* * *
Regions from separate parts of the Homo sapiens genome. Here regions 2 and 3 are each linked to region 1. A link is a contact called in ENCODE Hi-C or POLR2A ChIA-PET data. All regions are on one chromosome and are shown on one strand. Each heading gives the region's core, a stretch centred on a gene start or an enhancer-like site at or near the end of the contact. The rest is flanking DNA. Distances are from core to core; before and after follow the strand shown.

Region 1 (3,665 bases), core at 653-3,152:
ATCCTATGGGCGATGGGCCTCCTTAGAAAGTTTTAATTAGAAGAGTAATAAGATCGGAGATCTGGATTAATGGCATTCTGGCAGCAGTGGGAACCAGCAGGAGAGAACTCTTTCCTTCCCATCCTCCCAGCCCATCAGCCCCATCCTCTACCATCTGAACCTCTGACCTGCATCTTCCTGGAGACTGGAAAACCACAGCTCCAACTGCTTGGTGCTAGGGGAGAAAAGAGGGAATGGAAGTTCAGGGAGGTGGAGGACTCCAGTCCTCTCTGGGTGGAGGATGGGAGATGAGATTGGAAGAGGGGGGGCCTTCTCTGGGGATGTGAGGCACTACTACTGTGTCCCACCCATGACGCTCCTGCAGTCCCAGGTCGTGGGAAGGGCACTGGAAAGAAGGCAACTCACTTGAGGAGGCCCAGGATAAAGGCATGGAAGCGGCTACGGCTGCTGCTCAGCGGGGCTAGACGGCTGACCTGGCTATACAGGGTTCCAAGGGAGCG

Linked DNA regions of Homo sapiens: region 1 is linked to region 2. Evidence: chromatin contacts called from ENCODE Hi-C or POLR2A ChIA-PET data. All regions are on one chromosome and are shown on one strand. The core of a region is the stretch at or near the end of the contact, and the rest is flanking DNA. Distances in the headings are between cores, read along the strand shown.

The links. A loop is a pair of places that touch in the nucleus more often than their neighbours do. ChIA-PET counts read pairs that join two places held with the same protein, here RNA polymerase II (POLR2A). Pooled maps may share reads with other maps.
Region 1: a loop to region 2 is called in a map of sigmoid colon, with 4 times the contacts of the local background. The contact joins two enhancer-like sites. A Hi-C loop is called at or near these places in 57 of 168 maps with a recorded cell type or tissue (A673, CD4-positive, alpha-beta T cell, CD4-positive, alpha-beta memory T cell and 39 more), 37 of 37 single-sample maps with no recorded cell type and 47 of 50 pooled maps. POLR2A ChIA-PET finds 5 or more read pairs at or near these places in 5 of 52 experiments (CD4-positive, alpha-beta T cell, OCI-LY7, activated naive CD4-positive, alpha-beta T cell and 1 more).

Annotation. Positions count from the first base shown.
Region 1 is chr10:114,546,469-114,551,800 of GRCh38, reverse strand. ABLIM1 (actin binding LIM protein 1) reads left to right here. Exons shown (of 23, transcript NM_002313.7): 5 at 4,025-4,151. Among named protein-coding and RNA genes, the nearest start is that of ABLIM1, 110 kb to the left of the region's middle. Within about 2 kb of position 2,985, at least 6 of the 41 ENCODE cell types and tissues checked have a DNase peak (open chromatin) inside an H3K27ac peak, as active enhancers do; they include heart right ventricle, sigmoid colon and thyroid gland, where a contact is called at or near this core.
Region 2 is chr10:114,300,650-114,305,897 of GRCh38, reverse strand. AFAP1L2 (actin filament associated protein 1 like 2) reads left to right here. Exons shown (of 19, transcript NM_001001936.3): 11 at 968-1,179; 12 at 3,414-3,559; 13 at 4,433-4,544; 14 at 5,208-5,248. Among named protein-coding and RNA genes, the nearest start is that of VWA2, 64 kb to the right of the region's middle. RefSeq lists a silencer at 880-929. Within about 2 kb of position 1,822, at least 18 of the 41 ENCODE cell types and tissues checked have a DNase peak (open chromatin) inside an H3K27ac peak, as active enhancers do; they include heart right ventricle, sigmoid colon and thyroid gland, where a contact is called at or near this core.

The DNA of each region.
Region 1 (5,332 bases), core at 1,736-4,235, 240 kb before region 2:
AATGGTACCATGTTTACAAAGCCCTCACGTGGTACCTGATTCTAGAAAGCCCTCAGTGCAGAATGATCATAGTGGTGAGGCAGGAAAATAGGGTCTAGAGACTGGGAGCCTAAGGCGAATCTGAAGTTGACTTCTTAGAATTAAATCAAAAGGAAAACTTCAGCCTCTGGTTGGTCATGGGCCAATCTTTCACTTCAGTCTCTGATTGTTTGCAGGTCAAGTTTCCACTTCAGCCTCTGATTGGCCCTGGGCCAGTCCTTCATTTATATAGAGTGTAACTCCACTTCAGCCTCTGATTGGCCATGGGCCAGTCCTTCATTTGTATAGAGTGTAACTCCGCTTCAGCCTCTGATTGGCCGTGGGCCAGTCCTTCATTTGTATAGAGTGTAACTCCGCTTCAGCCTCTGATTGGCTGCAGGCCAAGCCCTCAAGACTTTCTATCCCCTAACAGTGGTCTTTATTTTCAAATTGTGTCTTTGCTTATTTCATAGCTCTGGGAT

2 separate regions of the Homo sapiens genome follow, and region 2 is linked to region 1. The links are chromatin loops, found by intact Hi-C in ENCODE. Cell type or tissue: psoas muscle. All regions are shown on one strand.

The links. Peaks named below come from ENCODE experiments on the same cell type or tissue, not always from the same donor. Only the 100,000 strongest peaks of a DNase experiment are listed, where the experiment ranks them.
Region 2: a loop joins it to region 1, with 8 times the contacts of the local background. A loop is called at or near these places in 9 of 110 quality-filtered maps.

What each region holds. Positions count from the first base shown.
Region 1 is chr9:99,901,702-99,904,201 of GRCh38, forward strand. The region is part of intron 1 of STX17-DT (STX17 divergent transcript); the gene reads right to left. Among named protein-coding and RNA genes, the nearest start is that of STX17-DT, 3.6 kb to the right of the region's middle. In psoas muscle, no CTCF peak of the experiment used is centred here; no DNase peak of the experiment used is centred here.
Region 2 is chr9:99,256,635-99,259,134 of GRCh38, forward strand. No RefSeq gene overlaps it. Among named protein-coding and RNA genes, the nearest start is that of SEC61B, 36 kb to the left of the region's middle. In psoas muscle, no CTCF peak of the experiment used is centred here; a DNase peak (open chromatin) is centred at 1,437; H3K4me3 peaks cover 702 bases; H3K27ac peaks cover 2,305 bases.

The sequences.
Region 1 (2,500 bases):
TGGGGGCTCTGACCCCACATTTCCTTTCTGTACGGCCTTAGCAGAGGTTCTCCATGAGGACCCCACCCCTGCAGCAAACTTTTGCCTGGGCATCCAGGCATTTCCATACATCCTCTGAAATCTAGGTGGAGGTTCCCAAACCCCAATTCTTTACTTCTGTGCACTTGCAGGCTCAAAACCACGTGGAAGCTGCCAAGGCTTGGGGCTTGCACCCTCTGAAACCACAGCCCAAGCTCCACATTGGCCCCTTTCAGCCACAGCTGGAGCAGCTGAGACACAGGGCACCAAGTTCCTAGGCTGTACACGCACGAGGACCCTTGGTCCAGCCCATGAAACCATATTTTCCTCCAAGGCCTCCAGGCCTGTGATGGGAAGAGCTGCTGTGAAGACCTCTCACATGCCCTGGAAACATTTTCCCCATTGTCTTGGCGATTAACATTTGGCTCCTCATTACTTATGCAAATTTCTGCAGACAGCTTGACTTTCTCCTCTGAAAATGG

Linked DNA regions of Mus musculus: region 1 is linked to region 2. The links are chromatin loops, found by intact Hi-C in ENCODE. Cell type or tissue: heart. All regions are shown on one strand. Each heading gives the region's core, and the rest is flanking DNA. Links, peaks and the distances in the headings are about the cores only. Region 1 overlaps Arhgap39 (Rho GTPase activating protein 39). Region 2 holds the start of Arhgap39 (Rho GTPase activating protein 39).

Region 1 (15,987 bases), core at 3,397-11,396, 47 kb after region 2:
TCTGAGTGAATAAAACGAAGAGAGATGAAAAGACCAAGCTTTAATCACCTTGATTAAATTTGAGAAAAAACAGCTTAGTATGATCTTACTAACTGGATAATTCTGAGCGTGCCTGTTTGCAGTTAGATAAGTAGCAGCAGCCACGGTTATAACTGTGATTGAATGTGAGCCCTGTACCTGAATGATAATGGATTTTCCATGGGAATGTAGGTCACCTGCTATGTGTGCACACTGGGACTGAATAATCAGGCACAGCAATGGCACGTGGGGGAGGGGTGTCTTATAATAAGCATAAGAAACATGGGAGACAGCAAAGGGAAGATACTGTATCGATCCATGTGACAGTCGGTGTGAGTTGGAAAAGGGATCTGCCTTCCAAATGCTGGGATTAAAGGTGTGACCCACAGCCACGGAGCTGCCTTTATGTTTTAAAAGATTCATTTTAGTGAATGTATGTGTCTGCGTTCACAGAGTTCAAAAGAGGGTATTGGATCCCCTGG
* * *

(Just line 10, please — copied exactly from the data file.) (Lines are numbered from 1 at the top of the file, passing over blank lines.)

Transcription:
The DNA of each region.